Pressure-temperature evolution of primordial solar system solids during impact-induced compaction

P. A. Bland, G. S. Collins, T. M. Davison, N. M. Abreu, F. J. Ciesla, A. R. Muxworthy, J. Moore

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Abstract

Prior to becoming chondritic meteorites, primordial solids were a poorly consolidated mix of mm-scale igneous inclusions (chondrules) and high-porosity sub-μm dust (matrix). We used high-resolution numerical simulations to track the effect of impact-induced compaction on these materials. Here we show that impact velocities as low as 1.5 km s-1 were capable of heating the matrix to >1,000 K, with pressure-temperature varying by >10 GPa and >1,000 K over ~100 μm. Chondrules were unaffected, acting as heat-sinks: matrix temperature excursions were brief. As impact-induced compaction was a primary and ubiquitous process, our new understanding of its effects requires that key aspects of the chondrite record be re-evaluated: palaeomagnetism, petrography and variability in shock level across meteorite groups. Our data suggest a lithification mechanism for meteorites, and provide a 'speed limit; constraint on major compressive impacts that is inconsistent with recent models of solar system orbital architecture that require an early, rapid phase of main-belt collisional evolution.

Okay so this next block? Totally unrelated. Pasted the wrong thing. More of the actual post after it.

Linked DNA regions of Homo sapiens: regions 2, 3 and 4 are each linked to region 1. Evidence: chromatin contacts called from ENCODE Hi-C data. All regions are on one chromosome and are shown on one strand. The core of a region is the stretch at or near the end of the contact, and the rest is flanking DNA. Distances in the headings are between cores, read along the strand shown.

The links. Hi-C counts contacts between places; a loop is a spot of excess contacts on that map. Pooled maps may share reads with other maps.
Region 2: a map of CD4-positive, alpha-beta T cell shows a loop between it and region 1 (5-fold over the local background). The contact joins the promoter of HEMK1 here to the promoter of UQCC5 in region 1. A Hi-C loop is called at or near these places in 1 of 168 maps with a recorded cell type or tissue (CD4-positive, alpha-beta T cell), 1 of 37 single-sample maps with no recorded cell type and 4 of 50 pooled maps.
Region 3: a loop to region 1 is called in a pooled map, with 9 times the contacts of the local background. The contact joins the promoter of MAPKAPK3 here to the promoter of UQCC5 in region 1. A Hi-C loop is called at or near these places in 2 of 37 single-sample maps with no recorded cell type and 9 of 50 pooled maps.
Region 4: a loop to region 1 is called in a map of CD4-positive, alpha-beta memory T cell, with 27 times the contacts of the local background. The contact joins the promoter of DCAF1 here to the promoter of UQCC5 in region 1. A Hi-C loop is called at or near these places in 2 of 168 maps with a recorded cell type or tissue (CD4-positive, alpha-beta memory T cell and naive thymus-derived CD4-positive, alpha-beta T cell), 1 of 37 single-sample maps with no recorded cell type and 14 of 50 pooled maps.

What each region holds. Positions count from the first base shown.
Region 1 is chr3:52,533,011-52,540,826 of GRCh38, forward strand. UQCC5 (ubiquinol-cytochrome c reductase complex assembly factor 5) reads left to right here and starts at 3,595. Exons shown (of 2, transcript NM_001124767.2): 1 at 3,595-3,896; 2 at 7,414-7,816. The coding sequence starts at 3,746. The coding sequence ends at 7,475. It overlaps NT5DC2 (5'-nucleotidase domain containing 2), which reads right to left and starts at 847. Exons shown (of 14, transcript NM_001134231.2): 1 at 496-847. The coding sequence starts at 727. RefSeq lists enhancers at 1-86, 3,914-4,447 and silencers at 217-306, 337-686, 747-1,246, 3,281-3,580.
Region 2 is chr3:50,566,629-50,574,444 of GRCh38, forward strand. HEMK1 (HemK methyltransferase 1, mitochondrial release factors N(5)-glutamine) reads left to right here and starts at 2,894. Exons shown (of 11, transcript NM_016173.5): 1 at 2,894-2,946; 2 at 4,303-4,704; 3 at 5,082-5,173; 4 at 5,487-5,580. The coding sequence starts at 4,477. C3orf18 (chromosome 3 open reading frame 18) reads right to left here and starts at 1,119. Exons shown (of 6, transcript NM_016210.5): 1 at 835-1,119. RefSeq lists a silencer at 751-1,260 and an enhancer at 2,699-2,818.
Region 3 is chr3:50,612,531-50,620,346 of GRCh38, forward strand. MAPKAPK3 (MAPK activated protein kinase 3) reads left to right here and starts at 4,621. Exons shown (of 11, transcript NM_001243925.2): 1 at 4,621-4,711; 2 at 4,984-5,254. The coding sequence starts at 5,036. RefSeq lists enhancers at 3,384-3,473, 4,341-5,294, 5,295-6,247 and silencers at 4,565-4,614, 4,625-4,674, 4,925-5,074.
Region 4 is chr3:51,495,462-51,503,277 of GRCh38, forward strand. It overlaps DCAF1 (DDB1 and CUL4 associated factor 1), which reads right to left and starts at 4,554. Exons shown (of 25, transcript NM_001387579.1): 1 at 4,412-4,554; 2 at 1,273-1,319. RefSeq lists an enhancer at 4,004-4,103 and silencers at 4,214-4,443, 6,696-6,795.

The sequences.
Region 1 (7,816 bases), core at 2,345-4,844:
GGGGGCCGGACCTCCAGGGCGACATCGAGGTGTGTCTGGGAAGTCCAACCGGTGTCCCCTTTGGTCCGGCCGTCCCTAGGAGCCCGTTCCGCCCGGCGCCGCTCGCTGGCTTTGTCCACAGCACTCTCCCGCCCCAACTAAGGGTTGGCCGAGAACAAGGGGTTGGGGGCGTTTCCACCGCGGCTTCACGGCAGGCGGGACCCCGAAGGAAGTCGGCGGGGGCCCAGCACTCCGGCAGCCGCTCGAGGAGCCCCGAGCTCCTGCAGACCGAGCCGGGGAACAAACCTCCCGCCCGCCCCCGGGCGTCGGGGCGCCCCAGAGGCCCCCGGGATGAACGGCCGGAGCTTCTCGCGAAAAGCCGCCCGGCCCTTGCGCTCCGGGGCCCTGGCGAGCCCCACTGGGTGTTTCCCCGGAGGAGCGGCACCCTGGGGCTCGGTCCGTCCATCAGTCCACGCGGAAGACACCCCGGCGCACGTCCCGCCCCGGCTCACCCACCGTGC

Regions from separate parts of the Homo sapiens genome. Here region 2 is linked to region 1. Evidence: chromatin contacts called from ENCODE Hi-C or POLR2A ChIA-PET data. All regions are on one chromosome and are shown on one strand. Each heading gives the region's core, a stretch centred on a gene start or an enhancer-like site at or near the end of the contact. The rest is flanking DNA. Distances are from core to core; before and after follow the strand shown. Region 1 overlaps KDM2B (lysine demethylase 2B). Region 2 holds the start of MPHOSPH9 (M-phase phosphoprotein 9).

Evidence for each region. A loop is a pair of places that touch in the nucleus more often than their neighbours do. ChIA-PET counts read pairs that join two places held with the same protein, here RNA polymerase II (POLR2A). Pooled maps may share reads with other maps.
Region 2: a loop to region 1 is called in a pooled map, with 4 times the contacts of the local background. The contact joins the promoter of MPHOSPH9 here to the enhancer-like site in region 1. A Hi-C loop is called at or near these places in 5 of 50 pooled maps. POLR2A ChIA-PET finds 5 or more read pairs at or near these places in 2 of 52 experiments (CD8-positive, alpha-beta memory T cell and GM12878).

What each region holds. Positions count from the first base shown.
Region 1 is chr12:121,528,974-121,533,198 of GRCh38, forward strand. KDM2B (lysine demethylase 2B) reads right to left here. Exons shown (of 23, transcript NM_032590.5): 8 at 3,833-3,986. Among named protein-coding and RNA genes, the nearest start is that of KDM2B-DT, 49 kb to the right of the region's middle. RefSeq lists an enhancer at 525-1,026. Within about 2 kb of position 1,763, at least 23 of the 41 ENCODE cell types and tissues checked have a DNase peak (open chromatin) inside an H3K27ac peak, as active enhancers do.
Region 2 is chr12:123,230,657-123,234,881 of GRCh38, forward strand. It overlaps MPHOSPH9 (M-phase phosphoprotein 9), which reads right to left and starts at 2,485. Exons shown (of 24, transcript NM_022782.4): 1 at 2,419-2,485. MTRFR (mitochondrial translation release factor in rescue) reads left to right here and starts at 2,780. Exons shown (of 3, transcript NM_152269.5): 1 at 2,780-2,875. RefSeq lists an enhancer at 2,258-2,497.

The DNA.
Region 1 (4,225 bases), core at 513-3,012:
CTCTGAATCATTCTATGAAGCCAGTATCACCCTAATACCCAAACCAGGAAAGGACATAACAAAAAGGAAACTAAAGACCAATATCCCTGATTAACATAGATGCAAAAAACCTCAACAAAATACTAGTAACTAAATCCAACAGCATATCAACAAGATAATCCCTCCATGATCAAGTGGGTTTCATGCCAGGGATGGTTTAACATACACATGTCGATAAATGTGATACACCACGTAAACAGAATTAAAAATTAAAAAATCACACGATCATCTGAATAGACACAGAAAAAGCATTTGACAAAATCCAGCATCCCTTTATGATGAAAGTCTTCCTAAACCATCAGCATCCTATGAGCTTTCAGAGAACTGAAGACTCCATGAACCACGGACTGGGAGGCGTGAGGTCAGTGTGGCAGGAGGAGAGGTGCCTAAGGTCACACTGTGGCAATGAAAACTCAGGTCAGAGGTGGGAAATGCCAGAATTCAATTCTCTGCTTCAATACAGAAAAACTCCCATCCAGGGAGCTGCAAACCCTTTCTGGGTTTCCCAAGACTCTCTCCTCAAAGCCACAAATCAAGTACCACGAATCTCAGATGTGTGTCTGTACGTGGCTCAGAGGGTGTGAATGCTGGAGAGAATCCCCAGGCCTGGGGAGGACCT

Original languageEnglish (US)
Article number5451
JournalNature communications
Volume5
DOIs
StatePublished - 2014

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All Science Journal Classification (ASJC) codes

  • Chemistry(all)
  • Biochemistry, Genetics and Molecular Biology(all)
  • Physics and Astronomy(all)

Cite this

Bland, P. A., Collins, G. S., Davison, T. M., Abreu, N. M., Ciesla, F. J., Muxworthy, A. R., & Moore, J. (2014). Pressure-temperature evolution of primordial solar system solids during impact-induced compaction. Nature communications, 5, [5451]. https://doi.org/10.1038/ncomms6451